That was also parallel to what I was seeing in academics. A lot of people are wonderful. It’s almost like a Gaussian curve distribution. That means the majority of people are in the middle then their fringe is on both sides. We’re highly great and some are not so great. You have to learn to be yourself, believe in yourself, and stand up for yourself. Fight every day to be your best.

To keep the funding because I know. I have scientists in my family, so I’ve heard lots of these stories to fight for funding. I’m curious, you’ve said that you’re looking to find a rapid test for cancer. It was breast cancer that got you into the field in the first place. Tell us that story. What was it that got you interested in breast cancer and figuring out what the atoms were doing?

Advancing Technology

When I say I want to make a rapid test for cancer, it means I want to advance technology such that like we had done for COVID, everyone had done the nasal swab. That’s easy to get at because that’s where the specimen would be available then you test at home. We had done some work in that space and I was also doing cancer research. I was thinking why isn’t there a rapid test for cancer? Could it be something similar to a pregnancy test that you could do at home or rapid tests you could do for COVID? It’s still in the formulation stages. We’re far from having that but shouldn’t we have such big grand goals at trying to understand clinical diagnosis where you can do something at home for preventative medicine and trying to personalize the way in which you can take your healthcare into your own hands? That would be a great goal.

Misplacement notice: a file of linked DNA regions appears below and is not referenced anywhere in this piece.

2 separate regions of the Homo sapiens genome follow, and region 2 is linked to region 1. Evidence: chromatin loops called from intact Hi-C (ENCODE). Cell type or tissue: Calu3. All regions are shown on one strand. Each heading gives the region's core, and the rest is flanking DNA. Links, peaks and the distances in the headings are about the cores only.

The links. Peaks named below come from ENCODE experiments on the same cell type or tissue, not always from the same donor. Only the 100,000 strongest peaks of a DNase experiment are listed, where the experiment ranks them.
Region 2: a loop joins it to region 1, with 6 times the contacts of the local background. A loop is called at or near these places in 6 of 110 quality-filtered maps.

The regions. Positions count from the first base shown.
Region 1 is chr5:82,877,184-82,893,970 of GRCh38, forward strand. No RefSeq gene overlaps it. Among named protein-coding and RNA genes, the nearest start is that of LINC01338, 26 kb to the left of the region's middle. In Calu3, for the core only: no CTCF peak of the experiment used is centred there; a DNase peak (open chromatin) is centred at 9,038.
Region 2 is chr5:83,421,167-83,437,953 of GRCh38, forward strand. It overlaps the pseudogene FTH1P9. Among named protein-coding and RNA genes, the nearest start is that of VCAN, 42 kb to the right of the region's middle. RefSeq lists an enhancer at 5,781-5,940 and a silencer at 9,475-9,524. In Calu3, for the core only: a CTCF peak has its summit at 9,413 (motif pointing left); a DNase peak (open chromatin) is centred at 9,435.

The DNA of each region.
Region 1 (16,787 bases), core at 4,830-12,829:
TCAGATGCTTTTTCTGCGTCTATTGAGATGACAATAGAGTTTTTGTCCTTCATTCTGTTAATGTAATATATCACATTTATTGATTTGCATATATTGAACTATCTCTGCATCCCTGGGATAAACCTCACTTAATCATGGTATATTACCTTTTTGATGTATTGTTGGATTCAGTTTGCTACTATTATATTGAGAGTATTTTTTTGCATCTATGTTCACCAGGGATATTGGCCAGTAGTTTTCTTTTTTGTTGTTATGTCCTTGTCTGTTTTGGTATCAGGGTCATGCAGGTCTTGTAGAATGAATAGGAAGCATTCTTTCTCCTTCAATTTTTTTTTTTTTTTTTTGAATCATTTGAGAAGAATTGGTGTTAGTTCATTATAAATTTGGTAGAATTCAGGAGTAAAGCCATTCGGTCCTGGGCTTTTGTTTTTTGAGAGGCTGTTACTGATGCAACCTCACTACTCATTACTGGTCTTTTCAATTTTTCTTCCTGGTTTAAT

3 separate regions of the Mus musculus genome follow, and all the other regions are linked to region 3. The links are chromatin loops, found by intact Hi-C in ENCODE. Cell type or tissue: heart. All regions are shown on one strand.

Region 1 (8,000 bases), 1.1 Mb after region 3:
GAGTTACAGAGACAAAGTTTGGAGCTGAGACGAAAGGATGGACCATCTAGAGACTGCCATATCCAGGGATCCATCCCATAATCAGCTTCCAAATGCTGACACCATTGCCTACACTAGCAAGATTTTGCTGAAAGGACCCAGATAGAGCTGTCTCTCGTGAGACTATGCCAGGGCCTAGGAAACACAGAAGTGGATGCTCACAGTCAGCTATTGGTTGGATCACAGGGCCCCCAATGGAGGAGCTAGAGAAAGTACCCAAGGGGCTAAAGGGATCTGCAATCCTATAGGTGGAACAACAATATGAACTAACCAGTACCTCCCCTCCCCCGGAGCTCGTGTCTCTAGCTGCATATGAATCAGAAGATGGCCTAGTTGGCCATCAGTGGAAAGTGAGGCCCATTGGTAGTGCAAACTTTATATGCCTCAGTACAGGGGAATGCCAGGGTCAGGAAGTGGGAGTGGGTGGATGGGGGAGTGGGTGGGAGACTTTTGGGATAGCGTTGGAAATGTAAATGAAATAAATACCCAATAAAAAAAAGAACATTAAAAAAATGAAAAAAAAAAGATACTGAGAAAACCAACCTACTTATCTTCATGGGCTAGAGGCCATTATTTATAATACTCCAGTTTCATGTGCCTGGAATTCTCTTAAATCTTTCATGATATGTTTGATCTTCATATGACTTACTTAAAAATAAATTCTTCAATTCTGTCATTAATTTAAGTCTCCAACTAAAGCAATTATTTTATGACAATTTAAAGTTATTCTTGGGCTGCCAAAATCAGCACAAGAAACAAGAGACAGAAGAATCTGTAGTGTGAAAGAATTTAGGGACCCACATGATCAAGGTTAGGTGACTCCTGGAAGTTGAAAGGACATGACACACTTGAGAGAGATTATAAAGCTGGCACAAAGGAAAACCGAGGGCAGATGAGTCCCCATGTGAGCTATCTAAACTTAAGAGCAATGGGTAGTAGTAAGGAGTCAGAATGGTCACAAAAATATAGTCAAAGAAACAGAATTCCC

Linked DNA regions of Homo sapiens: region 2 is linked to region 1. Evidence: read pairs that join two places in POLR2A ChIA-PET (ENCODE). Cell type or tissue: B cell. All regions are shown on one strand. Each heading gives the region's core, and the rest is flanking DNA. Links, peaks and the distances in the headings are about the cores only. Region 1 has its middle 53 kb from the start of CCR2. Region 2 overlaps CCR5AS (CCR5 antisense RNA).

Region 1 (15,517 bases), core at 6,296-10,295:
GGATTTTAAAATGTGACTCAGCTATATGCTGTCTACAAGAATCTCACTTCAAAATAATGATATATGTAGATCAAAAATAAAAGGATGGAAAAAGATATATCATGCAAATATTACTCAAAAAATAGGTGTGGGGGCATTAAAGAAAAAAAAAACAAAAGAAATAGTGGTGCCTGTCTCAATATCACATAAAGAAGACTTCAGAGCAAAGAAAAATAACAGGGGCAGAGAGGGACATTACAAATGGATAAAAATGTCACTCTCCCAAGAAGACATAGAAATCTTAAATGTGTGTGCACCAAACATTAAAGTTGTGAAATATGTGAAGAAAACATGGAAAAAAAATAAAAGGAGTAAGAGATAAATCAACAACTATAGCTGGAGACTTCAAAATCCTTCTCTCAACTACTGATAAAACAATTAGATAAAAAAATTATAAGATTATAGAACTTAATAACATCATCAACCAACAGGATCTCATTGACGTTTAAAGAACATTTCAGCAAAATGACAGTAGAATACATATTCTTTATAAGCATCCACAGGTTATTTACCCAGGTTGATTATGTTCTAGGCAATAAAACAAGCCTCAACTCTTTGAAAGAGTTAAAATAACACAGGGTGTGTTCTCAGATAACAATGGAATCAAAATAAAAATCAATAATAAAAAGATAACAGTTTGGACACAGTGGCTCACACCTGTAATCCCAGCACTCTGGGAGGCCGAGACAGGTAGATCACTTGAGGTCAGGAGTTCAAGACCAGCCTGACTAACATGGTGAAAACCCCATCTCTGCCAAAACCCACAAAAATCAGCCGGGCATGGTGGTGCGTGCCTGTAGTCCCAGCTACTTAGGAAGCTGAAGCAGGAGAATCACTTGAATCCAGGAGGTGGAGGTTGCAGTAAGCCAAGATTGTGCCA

People say that finding a rapid test for cancer is too big a goal. I don't think so. Shouldn’t we always have big goals? Share on X

How do we get there? If this is your grand goal, let’s say that was one of my goals. How do I get there? You do a lot of research to get there. My breast cancer interest was sparked when I was first interviewing for my job. My first faculty position at Virginia Tech. My grandmother, who was a breast cancer survivor, passed away during my job interview, and I’m originally from Virginia.

I thought, “It would be nice to be closer to my family in my first faculty position. Should I need to go home or deal with anything?” I accepted the job at Virginia Tech. It was an outstanding director and outstanding facilities. Virginia Tech is a wonderful place. I had a great career there and five years ago moved to Penn State. That’s been wonderful, too.

That’s the Penn State University, for our non-US readers.

At Virginia Tech, I was working on some scientific experiments. As part of that, we had this a-ha moment where we were able to identify a breast cancer-related gene product in some of our experimental preparations. I had the idea, “That seems important. We should start to work on that if we’re able to get these proteins and answer some questions related to why it’s different in individuals who are more susceptible to breast cancer than other individuals.”

I was looking through a public database of many different mutations, genetic mutations, meaning things that are changed in people’s genes who have breast cancer versus those who don’t have breast cancer. The information of where some of those mutations are errors in the genetic code where a parent. I realized we’re doing a lot of screens for genes and we can know where these problems are but then what do we do about it once we know what the problems are? How would you fix it? How would you understand how the problem translates to issues that give rise to disease?